Iraq's parliamentary election in May was supposed to determine the next government. However, marred by a low voter turnout and charges of fraud, the vote is now subject to a recount of ballots.
Mazin Al-Eshaiker, a former adviser to the prime minister of Iraq, said that it is the ballots stuffed in the boxes that were rigged, and simply recounting them will not change the current result.
It is also impossible to have people vote again -- there were only around 17 percent of Iraqis participated in this election, and redoing it in December means the number might drop down to 5 percent.
"All roads are blocked," Eshaiker said. "We don't have a light at the end of the tunnel unless there is some sort of salvation government or a national unity government."
Preliminary results show that the bloc led by radical Shiite cleric Moqtada al-Sadr, a longtime foe of the United States, finished first. On the other hand, Iraq's current Prime Minister Haider al-Abadi, a US ally, was third.
Despite disputed political standpoints, the two leaders have now decided to work with each other. Abadi said in a live televised address that he is ready to cooperate in forming "the strongest government for Iraq, free of corruption."
Sadr is now making coalitions with everyone, said Ahmed Rushidi, a senior policy adviser to the Speaker of the Iraqi Parliament.
In addition to Abadi, he has also talked to the Fatah Alliance, a Shiite bloc that belongs to the Popular Mobilization Forces, as well as anti-sectarian party al-Wataniya and even some Sunni blocs.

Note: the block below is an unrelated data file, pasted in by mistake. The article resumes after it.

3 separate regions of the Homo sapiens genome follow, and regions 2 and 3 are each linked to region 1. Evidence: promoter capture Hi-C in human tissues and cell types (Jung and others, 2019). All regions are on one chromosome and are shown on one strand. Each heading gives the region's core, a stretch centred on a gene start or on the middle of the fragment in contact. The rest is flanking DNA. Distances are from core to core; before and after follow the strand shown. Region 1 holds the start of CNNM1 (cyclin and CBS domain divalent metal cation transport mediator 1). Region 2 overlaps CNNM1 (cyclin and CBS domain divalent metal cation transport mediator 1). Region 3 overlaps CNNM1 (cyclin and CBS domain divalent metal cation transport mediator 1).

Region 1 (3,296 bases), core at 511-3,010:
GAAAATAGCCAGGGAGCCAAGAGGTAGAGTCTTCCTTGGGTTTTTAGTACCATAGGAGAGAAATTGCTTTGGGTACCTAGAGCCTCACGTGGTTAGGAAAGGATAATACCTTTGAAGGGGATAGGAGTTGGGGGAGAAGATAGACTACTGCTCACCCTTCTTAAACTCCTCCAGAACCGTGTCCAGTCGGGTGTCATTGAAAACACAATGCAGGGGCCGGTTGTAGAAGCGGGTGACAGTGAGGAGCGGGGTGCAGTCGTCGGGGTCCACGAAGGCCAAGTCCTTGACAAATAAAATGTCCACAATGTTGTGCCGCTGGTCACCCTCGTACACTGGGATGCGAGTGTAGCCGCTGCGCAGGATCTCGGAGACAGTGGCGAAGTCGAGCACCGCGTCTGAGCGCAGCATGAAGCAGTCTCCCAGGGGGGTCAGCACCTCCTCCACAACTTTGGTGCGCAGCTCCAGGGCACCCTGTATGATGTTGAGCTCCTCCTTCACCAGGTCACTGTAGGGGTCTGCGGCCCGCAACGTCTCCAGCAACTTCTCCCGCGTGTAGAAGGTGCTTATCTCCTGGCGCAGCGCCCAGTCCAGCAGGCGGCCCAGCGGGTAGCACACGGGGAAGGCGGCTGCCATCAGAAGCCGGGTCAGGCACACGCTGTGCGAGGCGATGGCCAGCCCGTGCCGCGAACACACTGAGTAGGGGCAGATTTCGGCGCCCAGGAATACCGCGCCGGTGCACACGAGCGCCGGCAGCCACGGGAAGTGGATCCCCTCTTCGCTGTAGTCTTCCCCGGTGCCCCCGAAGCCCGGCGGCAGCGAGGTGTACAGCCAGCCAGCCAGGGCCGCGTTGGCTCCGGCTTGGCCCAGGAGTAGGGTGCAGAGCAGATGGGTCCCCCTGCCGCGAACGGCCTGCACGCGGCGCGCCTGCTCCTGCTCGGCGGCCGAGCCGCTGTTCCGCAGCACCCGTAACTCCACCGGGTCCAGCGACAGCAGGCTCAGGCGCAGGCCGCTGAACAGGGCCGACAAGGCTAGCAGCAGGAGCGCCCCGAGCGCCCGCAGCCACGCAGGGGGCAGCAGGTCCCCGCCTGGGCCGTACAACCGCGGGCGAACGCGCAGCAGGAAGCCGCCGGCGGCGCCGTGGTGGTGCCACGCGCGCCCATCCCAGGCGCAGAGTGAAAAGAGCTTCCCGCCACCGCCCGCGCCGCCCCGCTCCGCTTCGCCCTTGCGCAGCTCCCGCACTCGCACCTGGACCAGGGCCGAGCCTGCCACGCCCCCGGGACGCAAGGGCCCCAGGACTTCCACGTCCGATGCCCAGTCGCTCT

"He wants at the end to make a major cross-ethnic bloc in Iraq that has a national space to choose the prime minister," Rushidi said.
Analysts said Sadr alone won't have enough seats in parliament to form a government and determine the next prime minister. Right now, even with the alliance of Abadi, Sadr still needs 64 seats in the parliament in order to successfully form a new government.
Majeed Gly, a journalist and political analyst with the Rudaw Media Network, said that the Kurdish parties are waiting for the recount result to react accordingly, and the inclusion of the Kurds in the process of forming a government is requested by both Iran and the United States.
However, which dominant Kurdish parties Sadr would eventually choose to work with, still remains to be seen.
As for what is widely known, Sadr has been acting counter to the US interests during the past. The current result poses a big question for the United States to answer, according to Jonathan Broder, an award-winning journalist who spent two decades as a correspondent in the Middle East and Asia.
There are thousands of US troops currently in Iraq to train and advise Iraqi forces. Both the United States and Abadi want them to stay, but Sadr might not share the same values.
"The Americans are counting on the fact that all parties would not like to see a return of dodge of ISIS (ISIL)," Broder said. "Therefore, the presence of the Americans is needed. There is some sort of possibilities to work around this. They could have an official representing the American presence."
There are disputes on both sides of the Sadr-Abadi coalition when it comes to the United States. If they fail to reach an agreement, a power vacuum might appear in Iraq, and that could be exploited by ISIL or other similar groups. In addition to a step-up attacks by ISIL, there is also a rivalry between the two blocs of the Shia.
"They are stockpiling weapons in the mosques," Gly said. "There are reports of ISIL checkpoints re-emerging, despite the fact that it is not in the headlines."
The country is no doubt currently in a political limbo. It is still waiting for the results of a manual recount of the votes from last month's election, and the process will take about two weeks.
However, there might not be a solution to the problem unless international players get involved.
"There must be a solution outside the boundaries of Iraq," Eshaiker said. "The current state of events does not lead me to believe that we are going to get a democratic outcome of the election."